Atrial flutter is characterized by rapid atrial activity at a rate of 200- 350 beat/min. The P waves have saw-tooth appearance. Some of the atrial impulses are not conducted through the AV node, so the ventricular rate is slower than the atrial rate and is usually regular. Atrial flutter is caused by a reentry circuit in the atrium and is usually seen in a diseased heart. The symptoms depend on the ventricular rate. Cardioversion is indicated in symptomatic patients.
Atrial fibrillation is a chaotic atrial rhythm (300-600 impulses per minute) with no well-defined P waves. The ventricular rate is irregularly irregular. Atrial fibrillation usually requires treatment with antiarrhythmic medications such as beta-blockers or Ca++ channel antagonists. Systemic anticoagulation is usually needed to reduce the risk of thrombus formation in the fibrillating atrium and downstream embolization.
Supraventricular Tachycardia (SVT)
SVT is characterized by a narrow QRS complex tachycardia with a heart rate of 250-350 beat/min that shows no variation with respiration (Figure). It is commonly seen in normal children but may be associated with some CHD such as Ebstein anomaly. SVT is usually caused by an accessory pathway between the atria and the ventricles, or by a reentry circuit within the AV node.
Figure demonstrating an EKG with SVT (no P waves are seen)
In infants, SVT presents with poor feeding, irritability, sweating and respiratory distress. If not treated, CHF and death may occur.
Compensated SVT should be treated promptly with vagal maneuvers such as application of ice to the face. If this is unsuccessful, then adenosine should be administered intravenously. Children with uncompensated SVT should undergo cardioversion.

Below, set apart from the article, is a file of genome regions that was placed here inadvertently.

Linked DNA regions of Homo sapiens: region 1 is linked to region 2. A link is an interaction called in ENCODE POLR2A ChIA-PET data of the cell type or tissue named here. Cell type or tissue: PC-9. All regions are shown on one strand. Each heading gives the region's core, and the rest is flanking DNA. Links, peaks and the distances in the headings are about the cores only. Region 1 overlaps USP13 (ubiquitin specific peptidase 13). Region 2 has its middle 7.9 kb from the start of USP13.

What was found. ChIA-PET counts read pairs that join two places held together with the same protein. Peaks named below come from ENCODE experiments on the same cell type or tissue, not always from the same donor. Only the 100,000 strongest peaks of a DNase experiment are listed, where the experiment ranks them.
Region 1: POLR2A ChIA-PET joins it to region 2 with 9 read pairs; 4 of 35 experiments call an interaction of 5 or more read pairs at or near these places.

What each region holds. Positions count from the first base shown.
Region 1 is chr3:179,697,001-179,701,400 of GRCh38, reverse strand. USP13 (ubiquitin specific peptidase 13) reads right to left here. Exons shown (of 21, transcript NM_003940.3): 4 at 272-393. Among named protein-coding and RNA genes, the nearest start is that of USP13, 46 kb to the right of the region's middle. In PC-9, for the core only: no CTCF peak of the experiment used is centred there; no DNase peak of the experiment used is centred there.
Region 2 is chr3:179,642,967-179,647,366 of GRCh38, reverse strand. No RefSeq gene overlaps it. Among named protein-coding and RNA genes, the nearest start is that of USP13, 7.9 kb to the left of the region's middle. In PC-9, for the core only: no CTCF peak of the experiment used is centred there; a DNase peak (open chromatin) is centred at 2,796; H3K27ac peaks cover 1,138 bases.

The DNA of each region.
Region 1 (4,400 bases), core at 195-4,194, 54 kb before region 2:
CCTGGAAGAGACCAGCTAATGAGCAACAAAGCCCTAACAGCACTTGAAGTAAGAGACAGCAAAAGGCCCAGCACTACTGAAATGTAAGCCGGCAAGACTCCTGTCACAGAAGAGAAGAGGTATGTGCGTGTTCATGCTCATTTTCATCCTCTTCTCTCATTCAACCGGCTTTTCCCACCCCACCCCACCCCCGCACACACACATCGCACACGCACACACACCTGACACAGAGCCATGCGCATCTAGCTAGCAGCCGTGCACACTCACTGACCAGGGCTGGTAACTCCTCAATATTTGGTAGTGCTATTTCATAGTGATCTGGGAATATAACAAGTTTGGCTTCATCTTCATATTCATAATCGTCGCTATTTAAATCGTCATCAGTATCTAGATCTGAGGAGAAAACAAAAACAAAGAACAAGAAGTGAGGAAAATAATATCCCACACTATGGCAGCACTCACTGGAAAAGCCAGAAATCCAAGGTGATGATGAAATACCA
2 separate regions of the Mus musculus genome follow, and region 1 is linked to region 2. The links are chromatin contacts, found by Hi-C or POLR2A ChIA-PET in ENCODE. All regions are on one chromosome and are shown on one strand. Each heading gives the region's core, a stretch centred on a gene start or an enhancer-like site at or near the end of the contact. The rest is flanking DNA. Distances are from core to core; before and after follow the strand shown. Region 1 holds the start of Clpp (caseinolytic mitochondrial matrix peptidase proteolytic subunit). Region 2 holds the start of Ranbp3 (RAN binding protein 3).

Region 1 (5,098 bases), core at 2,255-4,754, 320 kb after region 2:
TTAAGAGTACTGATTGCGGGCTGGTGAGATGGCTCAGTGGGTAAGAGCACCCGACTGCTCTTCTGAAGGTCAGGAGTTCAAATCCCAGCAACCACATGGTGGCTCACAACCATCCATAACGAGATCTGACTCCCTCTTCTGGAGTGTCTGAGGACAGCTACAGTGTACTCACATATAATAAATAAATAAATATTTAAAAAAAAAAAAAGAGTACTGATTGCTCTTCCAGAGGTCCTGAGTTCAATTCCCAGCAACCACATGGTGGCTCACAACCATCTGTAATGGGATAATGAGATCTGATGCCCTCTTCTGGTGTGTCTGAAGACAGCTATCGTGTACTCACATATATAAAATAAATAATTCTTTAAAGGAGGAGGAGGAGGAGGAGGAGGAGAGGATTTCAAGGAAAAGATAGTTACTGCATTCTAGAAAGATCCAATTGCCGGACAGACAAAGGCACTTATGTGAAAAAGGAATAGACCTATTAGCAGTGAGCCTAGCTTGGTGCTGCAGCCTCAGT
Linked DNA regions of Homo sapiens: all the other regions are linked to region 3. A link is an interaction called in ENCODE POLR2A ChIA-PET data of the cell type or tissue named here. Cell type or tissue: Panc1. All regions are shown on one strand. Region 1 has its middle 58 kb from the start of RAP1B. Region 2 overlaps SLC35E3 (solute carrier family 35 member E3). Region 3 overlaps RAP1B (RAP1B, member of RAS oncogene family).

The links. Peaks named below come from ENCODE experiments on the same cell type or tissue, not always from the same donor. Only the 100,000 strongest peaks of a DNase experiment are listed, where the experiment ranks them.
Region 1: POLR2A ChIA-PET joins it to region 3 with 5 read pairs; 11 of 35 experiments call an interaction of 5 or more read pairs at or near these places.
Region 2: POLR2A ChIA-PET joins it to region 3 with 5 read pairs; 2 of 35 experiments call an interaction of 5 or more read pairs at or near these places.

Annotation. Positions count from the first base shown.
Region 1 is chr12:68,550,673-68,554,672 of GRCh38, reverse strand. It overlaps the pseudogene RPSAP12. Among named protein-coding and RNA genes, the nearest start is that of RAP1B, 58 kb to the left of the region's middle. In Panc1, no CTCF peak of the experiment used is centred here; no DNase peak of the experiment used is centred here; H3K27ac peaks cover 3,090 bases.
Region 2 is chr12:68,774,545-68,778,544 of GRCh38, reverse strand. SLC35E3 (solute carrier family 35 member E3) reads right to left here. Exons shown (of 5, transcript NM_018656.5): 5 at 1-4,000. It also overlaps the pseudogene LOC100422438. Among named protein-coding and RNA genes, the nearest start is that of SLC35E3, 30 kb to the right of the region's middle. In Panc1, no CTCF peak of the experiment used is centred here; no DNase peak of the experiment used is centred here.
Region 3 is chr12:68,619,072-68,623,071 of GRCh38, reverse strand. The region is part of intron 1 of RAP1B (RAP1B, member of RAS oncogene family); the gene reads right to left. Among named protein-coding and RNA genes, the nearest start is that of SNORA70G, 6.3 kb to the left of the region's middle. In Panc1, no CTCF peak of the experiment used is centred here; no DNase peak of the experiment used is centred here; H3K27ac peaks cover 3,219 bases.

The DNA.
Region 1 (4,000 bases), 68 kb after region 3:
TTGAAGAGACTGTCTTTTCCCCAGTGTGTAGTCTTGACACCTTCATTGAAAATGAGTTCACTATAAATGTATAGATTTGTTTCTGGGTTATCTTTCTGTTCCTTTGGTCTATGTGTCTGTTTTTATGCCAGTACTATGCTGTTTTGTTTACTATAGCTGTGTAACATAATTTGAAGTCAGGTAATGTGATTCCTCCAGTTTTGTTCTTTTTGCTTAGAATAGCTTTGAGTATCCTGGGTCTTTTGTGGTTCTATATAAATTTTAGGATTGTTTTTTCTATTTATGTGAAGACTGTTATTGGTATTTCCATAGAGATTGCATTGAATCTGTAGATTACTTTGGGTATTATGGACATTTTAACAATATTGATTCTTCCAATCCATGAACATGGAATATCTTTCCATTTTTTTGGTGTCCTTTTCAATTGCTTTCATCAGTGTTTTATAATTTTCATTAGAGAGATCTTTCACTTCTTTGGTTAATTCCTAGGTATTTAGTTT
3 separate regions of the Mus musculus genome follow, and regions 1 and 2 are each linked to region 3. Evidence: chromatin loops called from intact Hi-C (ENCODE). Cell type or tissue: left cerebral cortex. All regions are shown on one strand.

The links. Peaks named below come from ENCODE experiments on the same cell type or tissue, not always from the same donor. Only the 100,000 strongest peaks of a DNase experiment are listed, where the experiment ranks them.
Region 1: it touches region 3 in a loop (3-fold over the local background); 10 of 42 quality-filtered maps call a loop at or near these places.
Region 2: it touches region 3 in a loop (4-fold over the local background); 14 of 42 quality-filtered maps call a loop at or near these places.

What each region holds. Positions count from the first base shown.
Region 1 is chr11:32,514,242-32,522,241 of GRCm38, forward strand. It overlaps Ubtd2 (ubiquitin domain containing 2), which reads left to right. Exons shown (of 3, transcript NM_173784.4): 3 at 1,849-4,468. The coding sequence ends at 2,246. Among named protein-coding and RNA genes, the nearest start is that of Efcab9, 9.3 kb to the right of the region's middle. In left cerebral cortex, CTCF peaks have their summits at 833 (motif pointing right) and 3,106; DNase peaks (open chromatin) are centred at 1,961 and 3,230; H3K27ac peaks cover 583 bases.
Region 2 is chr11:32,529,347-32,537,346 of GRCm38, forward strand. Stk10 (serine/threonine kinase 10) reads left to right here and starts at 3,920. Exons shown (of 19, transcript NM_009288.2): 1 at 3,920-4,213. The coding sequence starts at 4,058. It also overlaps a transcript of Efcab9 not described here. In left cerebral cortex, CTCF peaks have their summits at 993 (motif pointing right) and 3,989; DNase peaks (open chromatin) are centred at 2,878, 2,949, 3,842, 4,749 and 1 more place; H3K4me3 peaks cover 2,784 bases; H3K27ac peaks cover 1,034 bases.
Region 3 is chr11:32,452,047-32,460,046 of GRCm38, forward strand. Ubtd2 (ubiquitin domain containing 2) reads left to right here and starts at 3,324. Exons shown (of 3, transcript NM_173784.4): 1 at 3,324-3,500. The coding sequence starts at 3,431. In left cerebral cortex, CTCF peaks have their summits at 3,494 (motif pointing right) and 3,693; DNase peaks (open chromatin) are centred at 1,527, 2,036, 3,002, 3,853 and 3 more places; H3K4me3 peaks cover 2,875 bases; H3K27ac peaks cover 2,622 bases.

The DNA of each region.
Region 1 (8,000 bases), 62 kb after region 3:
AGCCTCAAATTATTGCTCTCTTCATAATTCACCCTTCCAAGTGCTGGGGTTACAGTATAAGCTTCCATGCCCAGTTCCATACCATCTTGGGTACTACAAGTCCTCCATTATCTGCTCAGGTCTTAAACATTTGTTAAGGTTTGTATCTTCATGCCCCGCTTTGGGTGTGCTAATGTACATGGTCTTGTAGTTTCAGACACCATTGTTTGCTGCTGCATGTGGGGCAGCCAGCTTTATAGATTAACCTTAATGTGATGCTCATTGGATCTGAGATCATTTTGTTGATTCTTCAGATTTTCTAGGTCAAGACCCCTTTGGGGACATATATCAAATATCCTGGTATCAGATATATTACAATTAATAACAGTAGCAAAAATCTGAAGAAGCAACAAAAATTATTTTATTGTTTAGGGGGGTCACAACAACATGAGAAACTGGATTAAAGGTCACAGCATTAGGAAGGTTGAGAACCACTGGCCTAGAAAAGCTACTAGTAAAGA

WPW syndrome is an example of pre-excitation due to an accessory pathway between the atria and ventricles (Figure). It is characterized by short PR intervals, delta waves, and wide QRS complexes.
Figure demonstrating an EKG with Wolff Parkinson White syndrome
Ventricular arrhythmias are characterized by wide QRS complexes and abnormal T waves. The symptoms depend on the heart rate and are usually due to poor ventricular filling. This is a serious dysrhythmia and synchronized cardioversion is commonly indicated.
Premature ventricular contractions (PVCs)
PVCs are premature, wide QRS complexes that are not preceded by P waves (Figure). Isolated unifocal PVCs originate from the same spot in the ventricles as they have uniform morphology. They are usually benign in nature and disappear with exercise. Multifocal PVCs have different morphology as they originate from different foci in the ventricles. They usually occur in diseased myocardium and often increase with exercise. If they increase with exercise, further electrophysiologic testing is usually required.
Figure demonstrating an EKG with Premature Ventricular Complexes
Ventricular tachycardia (VT)
VT is a rapid, wide QRS-complex tachycardia with a heart rate 150-250 beat/min (Figure). It is a serious condition that may result from drug toxicity (digoxin), myocarditis or severe metabolic derangement. It should be treated promptly with cardioversion if the patient is hemodynamically unstable. Stable VT may be treated with IV lidocaine infusion. Oral amiodarone may be used for outpatient management.
Figure demonstrating an EKG with Ventricular Tachycardia
Ventricular Fibrillation (VF)
VF is a terminal cardiac rhythm characterized by irregular wide bizarre shaped QRS complexes (Figure). It needs to be treated immediately with unsynchronized DC cardioversion.
Figure demonstrating an EKG with Ventricular Fibrillation